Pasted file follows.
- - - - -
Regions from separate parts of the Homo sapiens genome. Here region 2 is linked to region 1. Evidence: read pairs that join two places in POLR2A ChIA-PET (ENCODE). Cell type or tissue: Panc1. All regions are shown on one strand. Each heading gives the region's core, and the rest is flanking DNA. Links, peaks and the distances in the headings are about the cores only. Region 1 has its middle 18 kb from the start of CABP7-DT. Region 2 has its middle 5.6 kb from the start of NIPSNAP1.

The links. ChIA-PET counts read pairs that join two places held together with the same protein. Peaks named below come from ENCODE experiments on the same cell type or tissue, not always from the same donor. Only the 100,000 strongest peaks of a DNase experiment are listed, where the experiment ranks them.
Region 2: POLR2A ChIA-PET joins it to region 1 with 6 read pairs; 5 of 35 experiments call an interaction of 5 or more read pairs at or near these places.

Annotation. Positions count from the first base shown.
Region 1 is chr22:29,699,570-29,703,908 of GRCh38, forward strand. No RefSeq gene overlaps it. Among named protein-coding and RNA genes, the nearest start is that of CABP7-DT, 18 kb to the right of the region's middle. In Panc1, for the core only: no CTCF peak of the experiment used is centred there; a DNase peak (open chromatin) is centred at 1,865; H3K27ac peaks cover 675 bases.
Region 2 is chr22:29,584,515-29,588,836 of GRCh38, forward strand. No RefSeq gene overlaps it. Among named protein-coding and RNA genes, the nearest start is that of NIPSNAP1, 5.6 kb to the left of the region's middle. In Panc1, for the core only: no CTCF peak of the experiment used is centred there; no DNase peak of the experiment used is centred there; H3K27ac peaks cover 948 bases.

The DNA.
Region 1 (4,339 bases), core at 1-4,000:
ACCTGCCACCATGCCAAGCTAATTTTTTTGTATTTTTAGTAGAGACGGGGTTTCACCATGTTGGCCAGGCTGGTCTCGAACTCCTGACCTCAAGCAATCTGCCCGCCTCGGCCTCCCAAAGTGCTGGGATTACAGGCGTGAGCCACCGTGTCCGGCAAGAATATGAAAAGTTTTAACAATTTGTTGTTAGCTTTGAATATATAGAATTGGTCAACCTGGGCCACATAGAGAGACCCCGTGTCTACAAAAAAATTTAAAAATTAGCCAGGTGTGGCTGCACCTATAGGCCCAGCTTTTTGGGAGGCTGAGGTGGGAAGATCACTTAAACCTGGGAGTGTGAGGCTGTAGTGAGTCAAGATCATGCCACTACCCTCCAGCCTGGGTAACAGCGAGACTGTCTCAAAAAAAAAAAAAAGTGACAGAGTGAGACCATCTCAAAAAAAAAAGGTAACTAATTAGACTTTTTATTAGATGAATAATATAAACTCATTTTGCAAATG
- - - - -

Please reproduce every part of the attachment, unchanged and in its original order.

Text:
Regions from separate parts of the Homo sapiens genome. Here region 2 is linked to region 1. Evidence: read pairs that join two places in POLR2A ChIA-PET (ENCODE). Cell type or tissue: Panc1. All regions are shown on one strand. Each heading gives the region's core, and the rest is flanking DNA. Links, peaks and the distances in the headings are about the cores only. Region 1 has its middle 18 kb from the start of CABP7-DT. Region 2 has its middle 5.6 kb from the start of NIPSNAP1.

The links. ChIA-PET counts read pairs that join two places held together with the same protein. Peaks named below come from ENCODE experiments on the same cell type or tissue, not always from the same donor. Only the 100,000 strongest peaks of a DNase experiment are listed, where the experiment ranks them.
Region 2: POLR2A ChIA-PET joins it to region 1 with 6 read pairs; 5 of 35 experiments call an interaction of 5 or more read pairs at or near these places.

Annotation. Positions count from the first base shown.
Region 1 is chr22:29,699,570-29,703,908 of GRCh38, forward strand. No RefSeq gene overlaps it. Among named protein-coding and RNA genes, the nearest start is that of CABP7-DT, 18 kb to the right of the region's middle. In Panc1, for the core only: no CTCF peak of the experiment used is centred there; a DNase peak (open chromatin) is centred at 1,865; H3K27ac peaks cover 675 bases.
Region 2 is chr22:29,584,515-29,588,836 of GRCh38, forward strand. No RefSeq gene overlaps it. Among named protein-coding and RNA genes, the nearest start is that of NIPSNAP1, 5.6 kb to the left of the region's middle. In Panc1, for the core only: no CTCF peak of the experiment used is centred there; no DNase peak of the experiment used is centred there; H3K27ac peaks cover 948 bases.

The DNA.
Region 1 (4,339 bases), core at 1-4,000:
ACCTGCCACCATGCCAAGCTAATTTTTTTGTATTTTTAGTAGAGACGGGGTTTCACCATGTTGGCCAGGCTGGTCTCGAACTCCTGACCTCAAGCAATCTGCCCGCCTCGGCCTCCCAAAGTGCTGGGATTACAGGCGTGAGCCACCGTGTCCGGCAAGAATATGAAAAGTTTTAACAATTTGTTGTTAGCTTTGAATATATAGAATTGGTCAACCTGGGCCACATAGAGAGACCCCGTGTCTACAAAAAAATTTAAAAATTAGCCAGGTGTGGCTGCACCTATAGGCCCAGCTTTTTGGGAGGCTGAGGTGGGAAGATCACTTAAACCTGGGAGTGTGAGGCTGTAGTGAGTCAAGATCATGCCACTACCCTCCAGCCTGGGTAACAGCGAGACTGTCTCAAAAAAAAAAAAAAGTGACAGAGTGAGACCATCTCAAAAAAAAAAGGTAACTAATTAGACTTTTTATTAGATGAATAATATAAACTCATTTTGCAAATG